Dipole — Dipole interactions:
Dipole-dipole interactions were first described by Willem Hendrick Keesom in 1921.
These are the forces that occur between two polar molecules with permanent dipole moments. Dipole-dipole attractions are electrostatic in nature like the ionic bonds, but are weaker because only partial charges are involved. An example of this type of interactions can be seen in the hydrogen chloride molecules. In a Hydrochloric acid (HCl) molecule there is large difference in electro negativity between H atom and Cl atom (Cl is much more electronegative than H) and the electron pair between these two atoms in HCI molecule is attracted more strongly by Cl atom than by the H atom. This unsymmetrical (unequal) distribution of the electron pair between the combining atoms give rise to partial positive, charge (δ+) on the H atom and partial negative charge (δ-) on the Cl atom. As a result a dipole is formed, and the molecule is called polar. When two polar Hydrochloric acid molecules are close together a structure similar to the one shown below is focused.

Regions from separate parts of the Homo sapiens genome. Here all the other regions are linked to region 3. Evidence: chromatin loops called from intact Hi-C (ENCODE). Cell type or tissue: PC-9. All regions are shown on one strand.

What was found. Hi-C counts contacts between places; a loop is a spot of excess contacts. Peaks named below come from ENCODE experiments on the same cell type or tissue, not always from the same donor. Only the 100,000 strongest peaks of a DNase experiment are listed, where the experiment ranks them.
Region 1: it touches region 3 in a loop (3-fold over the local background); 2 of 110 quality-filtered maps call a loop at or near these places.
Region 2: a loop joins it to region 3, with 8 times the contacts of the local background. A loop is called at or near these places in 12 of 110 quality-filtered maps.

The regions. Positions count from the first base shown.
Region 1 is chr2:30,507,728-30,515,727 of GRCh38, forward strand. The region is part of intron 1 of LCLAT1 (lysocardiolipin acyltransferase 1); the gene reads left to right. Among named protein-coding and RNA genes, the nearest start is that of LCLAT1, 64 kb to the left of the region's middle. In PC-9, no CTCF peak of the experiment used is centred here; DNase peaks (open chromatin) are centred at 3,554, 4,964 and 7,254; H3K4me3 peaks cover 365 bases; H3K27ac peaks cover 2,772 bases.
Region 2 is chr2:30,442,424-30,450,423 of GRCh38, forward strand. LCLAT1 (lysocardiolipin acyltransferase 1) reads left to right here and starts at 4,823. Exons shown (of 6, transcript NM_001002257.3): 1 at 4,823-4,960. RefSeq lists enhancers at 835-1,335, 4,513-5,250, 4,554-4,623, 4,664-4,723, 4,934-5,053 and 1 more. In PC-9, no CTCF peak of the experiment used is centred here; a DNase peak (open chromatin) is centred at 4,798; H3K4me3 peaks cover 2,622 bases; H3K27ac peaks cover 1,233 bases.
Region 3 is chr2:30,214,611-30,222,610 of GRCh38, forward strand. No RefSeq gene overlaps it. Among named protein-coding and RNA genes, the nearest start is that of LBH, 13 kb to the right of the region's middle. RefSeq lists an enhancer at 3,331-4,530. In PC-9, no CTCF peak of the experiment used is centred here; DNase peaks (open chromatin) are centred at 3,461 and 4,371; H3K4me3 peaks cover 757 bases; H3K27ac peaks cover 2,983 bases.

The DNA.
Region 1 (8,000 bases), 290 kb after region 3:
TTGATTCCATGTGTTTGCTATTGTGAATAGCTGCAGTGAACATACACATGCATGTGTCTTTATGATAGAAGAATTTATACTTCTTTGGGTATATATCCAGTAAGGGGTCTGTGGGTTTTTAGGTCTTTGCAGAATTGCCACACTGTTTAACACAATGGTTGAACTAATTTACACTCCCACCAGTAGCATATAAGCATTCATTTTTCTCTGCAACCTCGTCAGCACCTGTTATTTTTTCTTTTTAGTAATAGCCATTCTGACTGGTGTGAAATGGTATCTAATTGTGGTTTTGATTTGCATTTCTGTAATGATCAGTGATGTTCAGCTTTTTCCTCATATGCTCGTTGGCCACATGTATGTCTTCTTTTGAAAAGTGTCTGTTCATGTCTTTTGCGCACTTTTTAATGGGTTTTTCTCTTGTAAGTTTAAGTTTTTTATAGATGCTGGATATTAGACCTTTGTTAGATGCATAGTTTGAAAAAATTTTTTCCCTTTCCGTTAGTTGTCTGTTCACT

In a polyatomic molecule if the bond polarities do not cancel each other then the molecule has an overall polarity. This can happen because the symmetry in shape of the molecule. Examples are H2O and BF3 molecules. Water is polar, but BF3 is non-polar as shown below:
Figure: Shapes of H2O molecules
As can be seen, the bond polarities in BF3 cancel each other, because of the symmetrical planar shape of the molecule. In water, however, O – H bond polarities do not cancel as the molecule has a bent shape.